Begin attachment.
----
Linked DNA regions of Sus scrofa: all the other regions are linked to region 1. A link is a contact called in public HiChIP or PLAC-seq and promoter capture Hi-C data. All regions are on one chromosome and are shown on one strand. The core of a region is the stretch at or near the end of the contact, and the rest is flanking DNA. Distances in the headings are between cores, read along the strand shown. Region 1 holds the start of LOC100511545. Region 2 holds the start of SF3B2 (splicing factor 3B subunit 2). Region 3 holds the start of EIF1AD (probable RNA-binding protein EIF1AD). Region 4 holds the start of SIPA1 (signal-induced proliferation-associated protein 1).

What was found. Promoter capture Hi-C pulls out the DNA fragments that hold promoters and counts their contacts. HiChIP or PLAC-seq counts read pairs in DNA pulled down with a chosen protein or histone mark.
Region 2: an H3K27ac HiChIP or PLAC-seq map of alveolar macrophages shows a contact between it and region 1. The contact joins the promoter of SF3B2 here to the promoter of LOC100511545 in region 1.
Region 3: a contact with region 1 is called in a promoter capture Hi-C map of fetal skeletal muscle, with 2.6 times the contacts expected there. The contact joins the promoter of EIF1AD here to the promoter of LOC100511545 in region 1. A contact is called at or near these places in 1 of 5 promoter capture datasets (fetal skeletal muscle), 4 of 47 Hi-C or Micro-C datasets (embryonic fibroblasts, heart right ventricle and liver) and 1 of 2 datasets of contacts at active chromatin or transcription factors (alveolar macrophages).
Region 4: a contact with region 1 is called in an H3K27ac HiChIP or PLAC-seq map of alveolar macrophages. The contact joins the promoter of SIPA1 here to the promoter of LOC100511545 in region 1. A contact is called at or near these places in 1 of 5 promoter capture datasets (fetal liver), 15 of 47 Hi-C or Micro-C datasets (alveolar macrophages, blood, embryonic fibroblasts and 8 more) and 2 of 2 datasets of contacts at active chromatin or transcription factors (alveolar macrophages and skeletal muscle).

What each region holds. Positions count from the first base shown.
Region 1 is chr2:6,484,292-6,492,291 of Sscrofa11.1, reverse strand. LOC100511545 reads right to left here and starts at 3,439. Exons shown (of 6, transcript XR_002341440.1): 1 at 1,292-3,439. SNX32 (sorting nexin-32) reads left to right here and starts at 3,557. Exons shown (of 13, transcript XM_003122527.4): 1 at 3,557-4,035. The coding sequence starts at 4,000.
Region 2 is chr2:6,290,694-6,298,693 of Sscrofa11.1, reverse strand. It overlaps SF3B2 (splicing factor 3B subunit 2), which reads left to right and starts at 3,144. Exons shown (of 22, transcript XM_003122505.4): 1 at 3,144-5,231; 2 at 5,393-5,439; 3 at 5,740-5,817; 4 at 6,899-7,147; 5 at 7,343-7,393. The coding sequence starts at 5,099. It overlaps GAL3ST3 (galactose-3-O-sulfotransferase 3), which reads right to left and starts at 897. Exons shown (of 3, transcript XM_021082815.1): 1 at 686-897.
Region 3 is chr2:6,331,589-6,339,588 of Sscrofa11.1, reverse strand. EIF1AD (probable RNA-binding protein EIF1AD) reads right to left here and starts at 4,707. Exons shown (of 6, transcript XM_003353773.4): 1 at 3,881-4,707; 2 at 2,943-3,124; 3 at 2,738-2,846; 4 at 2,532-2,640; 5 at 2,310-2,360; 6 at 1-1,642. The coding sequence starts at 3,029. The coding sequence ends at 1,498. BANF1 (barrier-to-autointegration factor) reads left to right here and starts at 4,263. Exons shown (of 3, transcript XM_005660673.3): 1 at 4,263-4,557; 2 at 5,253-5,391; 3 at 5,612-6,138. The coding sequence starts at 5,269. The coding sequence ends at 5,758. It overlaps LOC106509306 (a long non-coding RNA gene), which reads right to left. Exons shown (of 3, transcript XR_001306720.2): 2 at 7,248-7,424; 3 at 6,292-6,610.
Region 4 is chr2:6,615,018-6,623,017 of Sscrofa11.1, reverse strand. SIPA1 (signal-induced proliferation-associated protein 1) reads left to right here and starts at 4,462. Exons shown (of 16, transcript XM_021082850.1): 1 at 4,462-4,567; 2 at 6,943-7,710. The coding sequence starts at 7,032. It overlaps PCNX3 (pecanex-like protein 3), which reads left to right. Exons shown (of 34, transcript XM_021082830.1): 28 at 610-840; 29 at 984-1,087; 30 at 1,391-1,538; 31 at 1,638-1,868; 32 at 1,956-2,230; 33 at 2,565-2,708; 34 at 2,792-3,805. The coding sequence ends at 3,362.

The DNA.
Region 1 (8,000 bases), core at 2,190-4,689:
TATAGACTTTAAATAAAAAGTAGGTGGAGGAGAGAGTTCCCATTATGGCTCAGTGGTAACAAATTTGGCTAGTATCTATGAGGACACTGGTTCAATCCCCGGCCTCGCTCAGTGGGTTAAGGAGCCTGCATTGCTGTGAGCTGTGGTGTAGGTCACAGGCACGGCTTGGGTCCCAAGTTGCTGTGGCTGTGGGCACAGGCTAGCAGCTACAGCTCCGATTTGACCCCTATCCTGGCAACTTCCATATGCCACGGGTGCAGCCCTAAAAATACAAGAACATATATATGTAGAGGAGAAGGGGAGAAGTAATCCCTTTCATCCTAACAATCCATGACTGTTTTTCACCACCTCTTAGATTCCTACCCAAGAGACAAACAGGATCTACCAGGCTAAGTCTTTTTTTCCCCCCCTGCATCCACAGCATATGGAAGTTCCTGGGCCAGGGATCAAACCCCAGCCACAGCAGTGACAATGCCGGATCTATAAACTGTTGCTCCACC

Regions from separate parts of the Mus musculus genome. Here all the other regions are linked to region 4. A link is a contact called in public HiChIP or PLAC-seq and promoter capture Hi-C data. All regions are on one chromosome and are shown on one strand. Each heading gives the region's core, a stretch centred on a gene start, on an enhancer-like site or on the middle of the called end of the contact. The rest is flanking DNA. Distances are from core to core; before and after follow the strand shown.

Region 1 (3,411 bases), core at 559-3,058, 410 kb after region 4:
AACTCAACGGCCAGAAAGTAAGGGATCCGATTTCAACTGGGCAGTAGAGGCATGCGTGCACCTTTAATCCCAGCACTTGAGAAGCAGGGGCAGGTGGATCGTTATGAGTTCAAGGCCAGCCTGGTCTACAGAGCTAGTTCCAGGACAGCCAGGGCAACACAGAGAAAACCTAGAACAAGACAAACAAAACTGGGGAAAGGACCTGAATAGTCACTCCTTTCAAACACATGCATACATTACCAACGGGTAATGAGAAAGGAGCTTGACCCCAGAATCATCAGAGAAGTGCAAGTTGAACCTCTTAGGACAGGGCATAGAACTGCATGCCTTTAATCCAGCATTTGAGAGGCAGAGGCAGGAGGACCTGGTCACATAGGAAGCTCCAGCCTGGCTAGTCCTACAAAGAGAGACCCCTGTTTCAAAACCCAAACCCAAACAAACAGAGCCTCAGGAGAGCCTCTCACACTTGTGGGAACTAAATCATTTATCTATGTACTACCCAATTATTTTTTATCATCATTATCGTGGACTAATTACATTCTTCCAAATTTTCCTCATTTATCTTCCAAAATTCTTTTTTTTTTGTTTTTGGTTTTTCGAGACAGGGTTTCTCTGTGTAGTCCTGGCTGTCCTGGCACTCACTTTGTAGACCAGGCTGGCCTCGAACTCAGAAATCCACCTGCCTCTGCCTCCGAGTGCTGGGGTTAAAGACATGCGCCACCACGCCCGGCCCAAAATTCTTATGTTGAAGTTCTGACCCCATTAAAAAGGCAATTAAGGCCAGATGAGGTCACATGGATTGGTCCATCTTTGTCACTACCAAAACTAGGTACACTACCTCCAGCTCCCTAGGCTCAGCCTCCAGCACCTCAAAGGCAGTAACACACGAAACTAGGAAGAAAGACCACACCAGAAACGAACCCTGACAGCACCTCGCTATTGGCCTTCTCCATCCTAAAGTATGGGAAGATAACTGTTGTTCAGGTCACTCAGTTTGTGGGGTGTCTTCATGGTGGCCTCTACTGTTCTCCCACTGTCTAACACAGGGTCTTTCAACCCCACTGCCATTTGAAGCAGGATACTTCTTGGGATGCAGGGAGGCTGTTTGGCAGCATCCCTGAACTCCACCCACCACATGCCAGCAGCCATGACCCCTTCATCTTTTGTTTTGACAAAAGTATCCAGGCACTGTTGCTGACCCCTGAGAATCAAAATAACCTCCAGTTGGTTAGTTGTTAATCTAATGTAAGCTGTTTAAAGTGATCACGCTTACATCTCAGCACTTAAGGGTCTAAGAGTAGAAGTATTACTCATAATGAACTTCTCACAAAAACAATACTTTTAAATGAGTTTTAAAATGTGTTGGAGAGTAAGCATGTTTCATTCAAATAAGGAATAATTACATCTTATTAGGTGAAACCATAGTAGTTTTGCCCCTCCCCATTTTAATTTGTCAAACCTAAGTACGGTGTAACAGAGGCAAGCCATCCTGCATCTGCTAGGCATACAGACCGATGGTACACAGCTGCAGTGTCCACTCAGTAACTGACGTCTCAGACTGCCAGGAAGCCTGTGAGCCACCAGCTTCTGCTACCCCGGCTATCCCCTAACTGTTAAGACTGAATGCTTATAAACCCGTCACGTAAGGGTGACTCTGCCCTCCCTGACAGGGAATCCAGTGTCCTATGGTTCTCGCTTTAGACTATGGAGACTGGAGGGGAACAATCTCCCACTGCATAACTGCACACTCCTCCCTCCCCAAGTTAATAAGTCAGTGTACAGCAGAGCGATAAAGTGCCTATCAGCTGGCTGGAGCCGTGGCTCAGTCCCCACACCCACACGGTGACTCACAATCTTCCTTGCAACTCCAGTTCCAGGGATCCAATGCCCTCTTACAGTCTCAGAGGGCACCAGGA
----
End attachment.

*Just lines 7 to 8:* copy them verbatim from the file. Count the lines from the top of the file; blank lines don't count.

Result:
Region 1 is chr2:6,484,292-6,492,291 of Sscrofa11.1, reverse strand. LOC100511545 reads right to left here and starts at 3,439. Exons shown (of 6, transcript XR_002341440.1): 1 at 1,292-3,439. SNX32 (sorting nexin-32) reads left to right here and starts at 3,557. Exons shown (of 13, transcript XM_003122527.4): 1 at 3,557-4,035. The coding sequence starts at 4,000.
Region 2 is chr2:6,290,694-6,298,693 of Sscrofa11.1, reverse strand. It overlaps SF3B2 (splicing factor 3B subunit 2), which reads left to right and starts at 3,144. Exons shown (of 22, transcript XM_003122505.4): 1 at 3,144-5,231; 2 at 5,393-5,439; 3 at 5,740-5,817; 4 at 6,899-7,147; 5 at 7,343-7,393. The coding sequence starts at 5,099. It overlaps GAL3ST3 (galactose-3-O-sulfotransferase 3), which reads right to left and starts at 897. Exons shown (of 3, transcript XM_021082815.1): 1 at 686-897.